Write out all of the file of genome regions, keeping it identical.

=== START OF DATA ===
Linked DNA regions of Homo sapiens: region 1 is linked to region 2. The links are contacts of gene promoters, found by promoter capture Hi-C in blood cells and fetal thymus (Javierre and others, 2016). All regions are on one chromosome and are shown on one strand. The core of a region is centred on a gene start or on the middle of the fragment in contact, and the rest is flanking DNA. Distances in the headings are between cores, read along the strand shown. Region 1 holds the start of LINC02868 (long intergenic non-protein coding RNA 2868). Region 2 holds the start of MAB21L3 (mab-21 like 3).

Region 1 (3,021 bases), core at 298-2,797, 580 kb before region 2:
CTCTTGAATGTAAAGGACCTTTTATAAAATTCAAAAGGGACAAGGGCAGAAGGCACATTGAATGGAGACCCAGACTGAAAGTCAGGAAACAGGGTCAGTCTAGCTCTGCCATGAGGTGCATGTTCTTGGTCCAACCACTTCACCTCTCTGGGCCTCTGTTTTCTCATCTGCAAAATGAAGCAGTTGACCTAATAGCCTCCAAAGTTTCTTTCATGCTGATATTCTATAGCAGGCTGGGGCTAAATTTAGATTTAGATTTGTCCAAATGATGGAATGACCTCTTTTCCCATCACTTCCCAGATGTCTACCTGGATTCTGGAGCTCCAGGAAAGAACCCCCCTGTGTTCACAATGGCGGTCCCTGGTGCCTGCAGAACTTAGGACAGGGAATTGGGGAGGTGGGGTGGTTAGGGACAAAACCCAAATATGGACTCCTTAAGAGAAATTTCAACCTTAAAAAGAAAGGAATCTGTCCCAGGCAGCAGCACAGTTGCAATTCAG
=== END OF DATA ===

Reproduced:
Linked DNA regions of Homo sapiens: region 1 is linked to region 2. The links are contacts of gene promoters, found by promoter capture Hi-C in blood cells and fetal thymus (Javierre and others, 2016). All regions are on one chromosome and are shown on one strand. The core of a region is centred on a gene start or on the middle of the fragment in contact, and the rest is flanking DNA. Distances in the headings are between cores, read along the strand shown. Region 1 holds the start of LINC02868 (long intergenic non-protein coding RNA 2868). Region 2 holds the start of MAB21L3 (mab-21 like 3).

Region 1 (3,021 bases), core at 298-2,797, 580 kb before region 2:
CTCTTGAATGTAAAGGACCTTTTATAAAATTCAAAAGGGACAAGGGCAGAAGGCACATTGAATGGAGACCCAGACTGAAAGTCAGGAAACAGGGTCAGTCTAGCTCTGCCATGAGGTGCATGTTCTTGGTCCAACCACTTCACCTCTCTGGGCCTCTGTTTTCTCATCTGCAAAATGAAGCAGTTGACCTAATAGCCTCCAAAGTTTCTTTCATGCTGATATTCTATAGCAGGCTGGGGCTAAATTTAGATTTAGATTTGTCCAAATGATGGAATGACCTCTTTTCCCATCACTTCCCAGATGTCTACCTGGATTCTGGAGCTCCAGGAAAGAACCCCCCTGTGTTCACAATGGCGGTCCCTGGTGCCTGCAGAACTTAGGACAGGGAATTGGGGAGGTGGGGTGGTTAGGGACAAAACCCAAATATGGACTCCTTAAGAGAAATTTCAACCTTAAAAAGAAAGGAATCTGTCCCAGGCAGCAGCACAGTTGCAATTCAG